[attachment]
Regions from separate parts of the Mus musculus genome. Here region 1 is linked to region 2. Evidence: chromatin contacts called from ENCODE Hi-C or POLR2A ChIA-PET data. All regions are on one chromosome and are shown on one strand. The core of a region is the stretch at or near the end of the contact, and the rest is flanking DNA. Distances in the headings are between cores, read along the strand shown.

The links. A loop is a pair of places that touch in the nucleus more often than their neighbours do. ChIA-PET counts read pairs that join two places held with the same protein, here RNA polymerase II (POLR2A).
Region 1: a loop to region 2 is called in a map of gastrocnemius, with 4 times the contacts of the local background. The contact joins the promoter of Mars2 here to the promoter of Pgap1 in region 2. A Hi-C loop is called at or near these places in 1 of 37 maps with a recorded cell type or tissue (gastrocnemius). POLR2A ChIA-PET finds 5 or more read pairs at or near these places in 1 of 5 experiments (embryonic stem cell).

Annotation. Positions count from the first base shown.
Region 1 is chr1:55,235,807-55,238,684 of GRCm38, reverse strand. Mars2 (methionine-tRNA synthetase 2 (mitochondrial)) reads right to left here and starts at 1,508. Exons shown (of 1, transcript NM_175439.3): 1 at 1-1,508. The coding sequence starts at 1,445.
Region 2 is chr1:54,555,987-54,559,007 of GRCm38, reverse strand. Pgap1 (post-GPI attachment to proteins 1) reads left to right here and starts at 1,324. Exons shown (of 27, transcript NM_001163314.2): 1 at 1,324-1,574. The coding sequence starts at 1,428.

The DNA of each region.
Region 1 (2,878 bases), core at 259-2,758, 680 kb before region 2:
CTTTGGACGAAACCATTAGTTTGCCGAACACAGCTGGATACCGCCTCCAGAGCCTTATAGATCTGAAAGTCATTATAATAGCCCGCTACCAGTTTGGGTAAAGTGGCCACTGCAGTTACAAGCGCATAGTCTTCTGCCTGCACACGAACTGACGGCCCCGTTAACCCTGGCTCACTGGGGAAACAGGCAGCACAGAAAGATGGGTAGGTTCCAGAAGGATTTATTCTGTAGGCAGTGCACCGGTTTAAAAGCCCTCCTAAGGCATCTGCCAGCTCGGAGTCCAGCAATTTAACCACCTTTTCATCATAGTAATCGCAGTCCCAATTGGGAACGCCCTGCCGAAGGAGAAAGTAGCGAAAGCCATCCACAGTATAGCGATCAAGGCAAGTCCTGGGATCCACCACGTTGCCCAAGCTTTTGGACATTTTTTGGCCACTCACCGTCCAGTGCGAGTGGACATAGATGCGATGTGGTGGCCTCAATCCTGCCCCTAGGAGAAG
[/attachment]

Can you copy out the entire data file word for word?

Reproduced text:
Regions from separate parts of the Mus musculus genome. Here region 1 is linked to region 2. Evidence: chromatin contacts called from ENCODE Hi-C or POLR2A ChIA-PET data. All regions are on one chromosome and are shown on one strand. The core of a region is the stretch at or near the end of the contact, and the rest is flanking DNA. Distances in the headings are between cores, read along the strand shown.

The links. A loop is a pair of places that touch in the nucleus more often than their neighbours do. ChIA-PET counts read pairs that join two places held with the same protein, here RNA polymerase II (POLR2A).
Region 1: a loop to region 2 is called in a map of gastrocnemius, with 4 times the contacts of the local background. The contact joins the promoter of Mars2 here to the promoter of Pgap1 in region 2. A Hi-C loop is called at or near these places in 1 of 37 maps with a recorded cell type or tissue (gastrocnemius). POLR2A ChIA-PET finds 5 or more read pairs at or near these places in 1 of 5 experiments (embryonic stem cell).

Annotation. Positions count from the first base shown.
Region 1 is chr1:55,235,807-55,238,684 of GRCm38, reverse strand. Mars2 (methionine-tRNA synthetase 2 (mitochondrial)) reads right to left here and starts at 1,508. Exons shown (of 1, transcript NM_175439.3): 1 at 1-1,508. The coding sequence starts at 1,445.
Region 2 is chr1:54,555,987-54,559,007 of GRCm38, reverse strand. Pgap1 (post-GPI attachment to proteins 1) reads left to right here and starts at 1,324. Exons shown (of 27, transcript NM_001163314.2): 1 at 1,324-1,574. The coding sequence starts at 1,428.

The DNA of each region.
Region 1 (2,878 bases), core at 259-2,758, 680 kb before region 2:
CTTTGGACGAAACCATTAGTTTGCCGAACACAGCTGGATACCGCCTCCAGAGCCTTATAGATCTGAAAGTCATTATAATAGCCCGCTACCAGTTTGGGTAAAGTGGCCACTGCAGTTACAAGCGCATAGTCTTCTGCCTGCACACGAACTGACGGCCCCGTTAACCCTGGCTCACTGGGGAAACAGGCAGCACAGAAAGATGGGTAGGTTCCAGAAGGATTTATTCTGTAGGCAGTGCACCGGTTTAAAAGCCCTCCTAAGGCATCTGCCAGCTCGGAGTCCAGCAATTTAACCACCTTTTCATCATAGTAATCGCAGTCCCAATTGGGAACGCCCTGCCGAAGGAGAAAGTAGCGAAAGCCATCCACAGTATAGCGATCAAGGCAAGTCCTGGGATCCACCACGTTGCCCAAGCTTTTGGACATTTTTTGGCCACTCACCGTCCAGTGCGAGTGGACATAGATGCGATGTGGTGGCCTCAATCCTGCCCCTAGGAGAAG